Submitted by New Jersey Bankruptcy Lawyer, Lee M. Perlman.
Fannie Mae announced on Monday that it would soon start taking a longer view of consumer credit histories when evaluating mortgage applications, a change that could help some borrowers and hurt others.
Beginning in mid-2016, Fannie Mae will require lenders to use what is known as “trended credit data” when submitting loan applications through the agency’s proprietary automated underwriting system, Desktop Underwriter. This widely used automated system can quickly tell lenders whether a borrower is eligible for a conforming loan and under what conditions.
Fannie Mae now requires a “tri-merge” credit report reflecting data from the three major credit bureaus — TransUnion, Equifax and Experian — for all mortgage applications, said Chris Cartwright, the president of information services nationally for TransUnion. That data, he said, is really a point-in-time “snapshot” of the borrower’s open credit balances and any delinquencies at the time the credit was pulled.
The trended data product developed by TransUnion and to be used by Fannie Mae (along with trended data from Equifax) will provide more of a credit chronology. It will go back 30 months, showing whether payments were made on time, and more important, whether borrowers tend to carry balances from month to month, pay more than the minimum or pay off balances in full.
Studies by TransUnion have found that consumers’ paying habits are key indicators of risk. Consumers who carry revolving credit balances, for example, have been found to be considerably higher credit risks than those who pay off their balances every month. Using this richer, longer-term data “allows the credit reporting agencies to score more consumers and to score them more accurately,” Mr. Cartwright said.
TransUnion’s research estimates that the widespread use of trended data could increase the share of consumers in the “Super Prime” risk tier — those who have access to the lowest-priced credit products — to nearly 21 percent of the population from 12 percent. It is already a popular tool for evaluating auto loan and credit card applicants, according to Steve Chaouki, TransUnion’s executive vice president at the financial services business unit.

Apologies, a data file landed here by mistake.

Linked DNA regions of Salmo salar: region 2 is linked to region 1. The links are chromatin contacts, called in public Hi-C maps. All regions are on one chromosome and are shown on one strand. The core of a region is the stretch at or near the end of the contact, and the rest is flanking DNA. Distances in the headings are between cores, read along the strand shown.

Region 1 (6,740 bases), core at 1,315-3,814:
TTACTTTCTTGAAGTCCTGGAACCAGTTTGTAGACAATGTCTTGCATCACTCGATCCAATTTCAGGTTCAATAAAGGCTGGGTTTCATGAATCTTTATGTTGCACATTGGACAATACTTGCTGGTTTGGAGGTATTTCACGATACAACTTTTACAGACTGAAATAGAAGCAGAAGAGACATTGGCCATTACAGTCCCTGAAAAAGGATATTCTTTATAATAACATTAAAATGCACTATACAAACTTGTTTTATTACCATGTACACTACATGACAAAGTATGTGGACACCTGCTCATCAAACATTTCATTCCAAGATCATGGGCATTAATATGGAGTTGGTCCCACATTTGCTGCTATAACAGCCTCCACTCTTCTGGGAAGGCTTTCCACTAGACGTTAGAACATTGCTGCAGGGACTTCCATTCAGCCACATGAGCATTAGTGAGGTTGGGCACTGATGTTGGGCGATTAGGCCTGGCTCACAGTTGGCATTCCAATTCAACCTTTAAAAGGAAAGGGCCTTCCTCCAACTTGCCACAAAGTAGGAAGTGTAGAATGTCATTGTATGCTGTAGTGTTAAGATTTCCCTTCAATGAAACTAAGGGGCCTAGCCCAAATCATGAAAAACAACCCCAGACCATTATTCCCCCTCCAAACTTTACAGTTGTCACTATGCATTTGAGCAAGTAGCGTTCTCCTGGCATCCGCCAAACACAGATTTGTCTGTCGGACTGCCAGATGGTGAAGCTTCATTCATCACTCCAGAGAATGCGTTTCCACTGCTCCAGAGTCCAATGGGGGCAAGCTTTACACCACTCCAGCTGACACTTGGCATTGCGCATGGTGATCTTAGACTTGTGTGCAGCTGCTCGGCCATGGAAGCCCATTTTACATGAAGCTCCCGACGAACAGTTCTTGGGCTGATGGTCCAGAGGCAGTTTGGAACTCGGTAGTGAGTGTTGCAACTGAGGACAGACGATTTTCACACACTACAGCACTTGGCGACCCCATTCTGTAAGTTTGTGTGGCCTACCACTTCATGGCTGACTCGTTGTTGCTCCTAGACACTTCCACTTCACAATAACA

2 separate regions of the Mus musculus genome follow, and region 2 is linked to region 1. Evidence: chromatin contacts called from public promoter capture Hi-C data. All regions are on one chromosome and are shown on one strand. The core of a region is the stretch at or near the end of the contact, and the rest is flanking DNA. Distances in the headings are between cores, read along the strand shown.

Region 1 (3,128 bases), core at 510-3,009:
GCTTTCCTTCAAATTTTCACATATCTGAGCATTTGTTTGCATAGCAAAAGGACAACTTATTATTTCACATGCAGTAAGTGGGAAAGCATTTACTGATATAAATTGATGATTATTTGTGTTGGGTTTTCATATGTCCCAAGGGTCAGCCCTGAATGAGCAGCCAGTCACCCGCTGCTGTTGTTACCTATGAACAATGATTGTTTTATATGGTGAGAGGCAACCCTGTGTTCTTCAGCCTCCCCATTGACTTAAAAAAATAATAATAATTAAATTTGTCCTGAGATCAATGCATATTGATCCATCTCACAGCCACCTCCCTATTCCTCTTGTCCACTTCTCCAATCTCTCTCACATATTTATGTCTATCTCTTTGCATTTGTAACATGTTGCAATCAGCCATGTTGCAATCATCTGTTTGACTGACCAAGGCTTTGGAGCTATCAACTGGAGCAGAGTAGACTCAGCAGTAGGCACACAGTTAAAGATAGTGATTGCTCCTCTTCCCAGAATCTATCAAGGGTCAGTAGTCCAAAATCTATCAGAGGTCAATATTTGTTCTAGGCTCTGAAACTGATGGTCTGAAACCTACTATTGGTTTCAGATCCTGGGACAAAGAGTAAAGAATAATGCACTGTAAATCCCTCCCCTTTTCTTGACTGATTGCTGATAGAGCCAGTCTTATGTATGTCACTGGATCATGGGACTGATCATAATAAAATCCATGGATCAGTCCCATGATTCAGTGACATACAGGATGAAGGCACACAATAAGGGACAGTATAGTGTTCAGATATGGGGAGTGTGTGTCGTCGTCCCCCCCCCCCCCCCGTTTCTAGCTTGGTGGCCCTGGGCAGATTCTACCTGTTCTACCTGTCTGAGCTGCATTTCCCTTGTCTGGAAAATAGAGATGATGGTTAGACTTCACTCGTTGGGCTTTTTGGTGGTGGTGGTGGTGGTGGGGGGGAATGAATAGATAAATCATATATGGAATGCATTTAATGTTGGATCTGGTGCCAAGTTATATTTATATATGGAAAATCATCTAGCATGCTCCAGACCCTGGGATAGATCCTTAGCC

Trended data can open up access to credit for those who previously couldn’t be scored because a point-in-time check showed insufficient credit activity, he said.
John Ulzheimer, a credit expert who has previously worked for the credit-scoring companies FICO and Equifax, said the use of trended data will lead to “smarter” mortgage lending, because it will help lenders more precisely link pricing to risk. But, he noted, it won’t work to all borrowers’ benefit. “Trended data could also mean you’re going to do worse,” he said.
The richer data could help borrowers who are “slam dunks” for approval get an even better deal, or push some borderline borrowers into approvals, he said. But, he added, it might reveal a risk profile that is cause for rejection.
In a statement, Timothy J. Mayopoulos, Fannie Mae’s president and chief executive, said the goal was to “make sustainable homeownership a reality in communities across the country while reducing risk for taxpayers.”
Fannie Mae also announced plans to make Desktop Underwriter capable of considering nontraditional credit histories. Borrowers without agency-generated credit histories must now be evaluated by lenders manually. “These are people who have lived off the credit grid by choice or necessity — they have no credit cards and no loans,” Mr. Ulzheimer said. “But they have paid rent, utilities, cellphone bills.”
Originally published here by the newyorktimes.com.
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